Money/Wellbeing in the Australian Outback

Welp, my study abroad experience has officially come to an end. DON’T FRET – I still have three required blogs to crank out, all of which pertain to my AUS experience. Also, I must figure out what I’ll do with this blog after I return home in two days (p.s. I’m home now and am just getting around to publish this).

This post highlights an idea brought up by Simon Ling, Reporting Australia’s guide at Carnarvon Gorge, regarding money/wellbeing.

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One of the gorge’s many creeks, fed by the Great Artesian Basin

I encourage you to check out my post covering basics of the gorge. Being part of the Carnarvon group – in charge of producing journalistic content on Carnarvon for Reporting Australia, I worked hard getting to know the place before I left the States.

So back to the idea – Our last hike at the gorge, which was a solid nine hours, took us to a handful of geological destinations around Carnarvon – the most significant (imo) being the Art Gallery.

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Art Gallery is a slight misnomer. Rather, what you see are symbols, which played vital roles in Aboriginal ceremonies

Within the first hour or so of the hike, Simon stopped us by a tree to explain its species’ relationship with Aboriginals. Turns out, Aboriginals consumed its fruit/seed as a contraceptive method.

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Tbh I forgot the name of the tree – Photo cred: Rachel Robillard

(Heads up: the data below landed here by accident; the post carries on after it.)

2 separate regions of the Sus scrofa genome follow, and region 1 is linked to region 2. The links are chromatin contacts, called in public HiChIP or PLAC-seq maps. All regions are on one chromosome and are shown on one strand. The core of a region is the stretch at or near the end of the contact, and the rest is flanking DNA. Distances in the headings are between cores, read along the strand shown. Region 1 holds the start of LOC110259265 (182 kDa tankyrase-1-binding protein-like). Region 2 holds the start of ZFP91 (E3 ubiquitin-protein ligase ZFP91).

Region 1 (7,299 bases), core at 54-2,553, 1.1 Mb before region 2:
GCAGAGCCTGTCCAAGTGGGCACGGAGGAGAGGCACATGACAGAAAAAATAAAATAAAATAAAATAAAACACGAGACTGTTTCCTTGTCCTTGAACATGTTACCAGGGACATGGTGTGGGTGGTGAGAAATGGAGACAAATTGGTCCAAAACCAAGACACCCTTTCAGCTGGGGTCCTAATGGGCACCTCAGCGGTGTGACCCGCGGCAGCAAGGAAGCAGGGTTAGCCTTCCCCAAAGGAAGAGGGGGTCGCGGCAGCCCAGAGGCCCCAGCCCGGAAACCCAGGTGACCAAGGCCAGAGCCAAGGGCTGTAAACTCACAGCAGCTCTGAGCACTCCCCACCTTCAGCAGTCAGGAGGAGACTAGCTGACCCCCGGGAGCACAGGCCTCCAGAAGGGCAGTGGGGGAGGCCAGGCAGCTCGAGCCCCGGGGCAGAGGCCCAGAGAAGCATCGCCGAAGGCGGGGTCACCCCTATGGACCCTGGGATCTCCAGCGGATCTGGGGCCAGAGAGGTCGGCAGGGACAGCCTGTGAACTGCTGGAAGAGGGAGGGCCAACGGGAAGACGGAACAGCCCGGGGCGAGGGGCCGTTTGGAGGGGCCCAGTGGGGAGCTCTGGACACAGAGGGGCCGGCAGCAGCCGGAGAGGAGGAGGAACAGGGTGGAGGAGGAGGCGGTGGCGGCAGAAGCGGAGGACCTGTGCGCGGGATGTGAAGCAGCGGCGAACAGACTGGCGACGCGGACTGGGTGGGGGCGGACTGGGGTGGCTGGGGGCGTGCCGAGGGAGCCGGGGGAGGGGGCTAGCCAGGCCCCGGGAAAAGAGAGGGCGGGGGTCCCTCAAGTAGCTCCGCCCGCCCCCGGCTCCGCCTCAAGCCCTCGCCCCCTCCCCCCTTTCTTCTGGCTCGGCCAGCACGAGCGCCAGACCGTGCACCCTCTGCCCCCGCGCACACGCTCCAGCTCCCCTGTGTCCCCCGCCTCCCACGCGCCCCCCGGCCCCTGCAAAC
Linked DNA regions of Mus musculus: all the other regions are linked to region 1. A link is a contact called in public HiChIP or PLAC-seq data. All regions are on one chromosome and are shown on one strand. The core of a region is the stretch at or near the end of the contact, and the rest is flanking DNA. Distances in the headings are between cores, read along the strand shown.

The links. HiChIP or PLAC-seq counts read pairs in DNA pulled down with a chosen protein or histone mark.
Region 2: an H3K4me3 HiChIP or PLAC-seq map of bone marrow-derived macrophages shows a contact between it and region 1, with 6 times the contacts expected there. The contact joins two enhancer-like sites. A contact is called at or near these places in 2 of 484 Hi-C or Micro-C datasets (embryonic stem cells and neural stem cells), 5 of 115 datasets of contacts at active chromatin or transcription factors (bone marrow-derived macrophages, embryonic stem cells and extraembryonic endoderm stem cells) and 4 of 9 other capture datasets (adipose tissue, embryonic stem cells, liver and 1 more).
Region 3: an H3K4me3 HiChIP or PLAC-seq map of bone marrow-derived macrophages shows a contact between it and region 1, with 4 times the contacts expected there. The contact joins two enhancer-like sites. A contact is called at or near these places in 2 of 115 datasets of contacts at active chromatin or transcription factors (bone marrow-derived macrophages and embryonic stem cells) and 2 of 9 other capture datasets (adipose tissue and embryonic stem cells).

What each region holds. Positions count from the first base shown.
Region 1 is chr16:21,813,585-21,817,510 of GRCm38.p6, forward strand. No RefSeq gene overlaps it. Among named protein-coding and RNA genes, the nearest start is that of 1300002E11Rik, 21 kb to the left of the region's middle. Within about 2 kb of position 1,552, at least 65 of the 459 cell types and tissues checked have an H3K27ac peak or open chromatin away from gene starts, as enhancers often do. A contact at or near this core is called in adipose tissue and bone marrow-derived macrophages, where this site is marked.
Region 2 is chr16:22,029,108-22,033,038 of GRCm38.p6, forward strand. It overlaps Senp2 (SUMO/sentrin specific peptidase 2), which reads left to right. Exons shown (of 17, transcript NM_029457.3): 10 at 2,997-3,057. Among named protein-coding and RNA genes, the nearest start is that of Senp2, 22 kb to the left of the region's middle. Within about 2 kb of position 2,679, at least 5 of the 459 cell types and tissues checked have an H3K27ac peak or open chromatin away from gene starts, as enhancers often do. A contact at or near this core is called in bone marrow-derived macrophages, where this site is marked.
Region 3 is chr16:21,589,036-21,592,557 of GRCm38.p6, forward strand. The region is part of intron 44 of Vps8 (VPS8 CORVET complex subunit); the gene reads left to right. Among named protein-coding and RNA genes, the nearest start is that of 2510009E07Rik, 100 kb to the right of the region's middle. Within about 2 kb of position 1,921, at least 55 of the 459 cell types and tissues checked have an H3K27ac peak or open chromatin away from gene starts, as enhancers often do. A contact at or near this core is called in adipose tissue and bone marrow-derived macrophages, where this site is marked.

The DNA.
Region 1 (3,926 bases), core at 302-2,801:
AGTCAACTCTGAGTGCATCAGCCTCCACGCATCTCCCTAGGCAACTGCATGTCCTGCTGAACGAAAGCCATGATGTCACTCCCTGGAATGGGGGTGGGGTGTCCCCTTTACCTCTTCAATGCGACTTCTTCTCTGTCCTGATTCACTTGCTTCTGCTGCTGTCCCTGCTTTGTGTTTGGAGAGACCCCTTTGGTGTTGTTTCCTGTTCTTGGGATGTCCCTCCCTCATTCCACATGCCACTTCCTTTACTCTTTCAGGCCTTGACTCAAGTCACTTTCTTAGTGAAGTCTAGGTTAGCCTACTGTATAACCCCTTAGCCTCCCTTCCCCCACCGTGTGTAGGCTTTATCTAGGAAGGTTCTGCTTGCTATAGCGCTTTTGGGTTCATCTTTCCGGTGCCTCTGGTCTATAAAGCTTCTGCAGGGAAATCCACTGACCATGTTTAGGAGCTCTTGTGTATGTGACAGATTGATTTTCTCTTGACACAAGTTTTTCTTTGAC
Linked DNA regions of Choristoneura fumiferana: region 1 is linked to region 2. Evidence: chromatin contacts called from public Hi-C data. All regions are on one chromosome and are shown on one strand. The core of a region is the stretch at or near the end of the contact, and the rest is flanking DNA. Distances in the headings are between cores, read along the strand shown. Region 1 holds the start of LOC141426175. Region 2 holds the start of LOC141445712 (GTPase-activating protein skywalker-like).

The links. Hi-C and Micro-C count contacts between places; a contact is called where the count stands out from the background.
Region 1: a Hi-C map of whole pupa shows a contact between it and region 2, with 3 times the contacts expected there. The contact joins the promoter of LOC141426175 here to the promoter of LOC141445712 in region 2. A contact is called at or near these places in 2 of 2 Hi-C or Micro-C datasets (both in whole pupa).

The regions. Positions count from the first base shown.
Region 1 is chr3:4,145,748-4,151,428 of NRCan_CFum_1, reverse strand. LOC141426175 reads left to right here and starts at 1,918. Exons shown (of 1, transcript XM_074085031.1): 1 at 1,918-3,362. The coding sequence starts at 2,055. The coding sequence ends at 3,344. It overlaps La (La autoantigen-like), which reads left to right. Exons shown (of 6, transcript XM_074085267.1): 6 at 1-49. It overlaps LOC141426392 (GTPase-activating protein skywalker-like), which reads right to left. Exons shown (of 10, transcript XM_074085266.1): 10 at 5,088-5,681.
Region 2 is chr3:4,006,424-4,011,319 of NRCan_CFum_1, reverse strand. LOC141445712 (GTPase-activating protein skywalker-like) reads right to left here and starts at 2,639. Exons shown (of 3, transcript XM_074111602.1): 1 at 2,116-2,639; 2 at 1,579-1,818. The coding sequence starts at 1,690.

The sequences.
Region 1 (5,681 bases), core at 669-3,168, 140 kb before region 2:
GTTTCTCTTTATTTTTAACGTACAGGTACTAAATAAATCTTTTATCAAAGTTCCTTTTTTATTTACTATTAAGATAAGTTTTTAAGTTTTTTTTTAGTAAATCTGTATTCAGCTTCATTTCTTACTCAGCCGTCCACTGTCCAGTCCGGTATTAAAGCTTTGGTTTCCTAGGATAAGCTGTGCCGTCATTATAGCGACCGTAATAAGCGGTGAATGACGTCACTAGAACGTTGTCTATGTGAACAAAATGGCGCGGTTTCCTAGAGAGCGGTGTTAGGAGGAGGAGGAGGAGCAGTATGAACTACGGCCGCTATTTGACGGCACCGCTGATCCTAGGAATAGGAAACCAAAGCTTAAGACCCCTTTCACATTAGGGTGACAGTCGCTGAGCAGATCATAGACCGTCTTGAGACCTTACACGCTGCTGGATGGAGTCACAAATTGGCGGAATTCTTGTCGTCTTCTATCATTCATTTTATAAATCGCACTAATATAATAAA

Simon, while explaining just how efficiently Aboriginals lived among their environment, then asked us how we would feel if America imposed a limit on the number of children we could have (similar to China’s policy). I forgot how exactly, but a few students found themselves in a somewhat heated debate regarding those of low socioeconomic status, race & politics in America…in the middle of a hike in the outback, in front of the rest of us & Simon.

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Without spending too much time addressing it, I didn’t think the debate itself was too significant/important. Here, I’m just referring to the actual debate, not the low socioeconomic status, race & politics aspects.

Soon after everyone calmed down, Simon continued talking – now about socioeconomic status. He cited a study that concluded: After reaching a household income of $74,000 (I think), a four-person American family’s wellbeing is capped – As in, that family’s wellbeing is expected to increase as its income does, until the wellbeing maxes out at a $74,000 income.

On a personal note, Simon mentioned he lives below Australia’s official poverty line and has a fairly high wellbeing – which I can vouch for.

What Simon said (LOL Simon says) about income/wellbeing is one of the most-impacting lessons I’ve taken from Reporting Australia. It’s not something that instantaneously clicked within me either. Rather, Simon’s words complimented something I’ve learned during my entire experience abroad (Reporting Australia & my travels in NZ prior).

What I’m talking about here frankly has to do with money. Money and what it really means.

Growing up in a working-class American family, I always imagined I was supposed to grow up to go to college in order to get a job so that I could work my way up the job ladder to become successful in terms of money & status.

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And no, it’s not that my parents explicitly taught me to imagine life like that. I think it has more to do with the cultural/social climate I was exposed to, growing up. Money is highly valued everywhere; but I’d argue America is one of the places it’s valued the most.

For me, I think pop culture was the main influence on why I thought I needed to be successful in a material sense. Media pertaining to music, film, TV lays heavy value on wealth. It’s extremely easy to grow up, thinking that’s what should make you happy.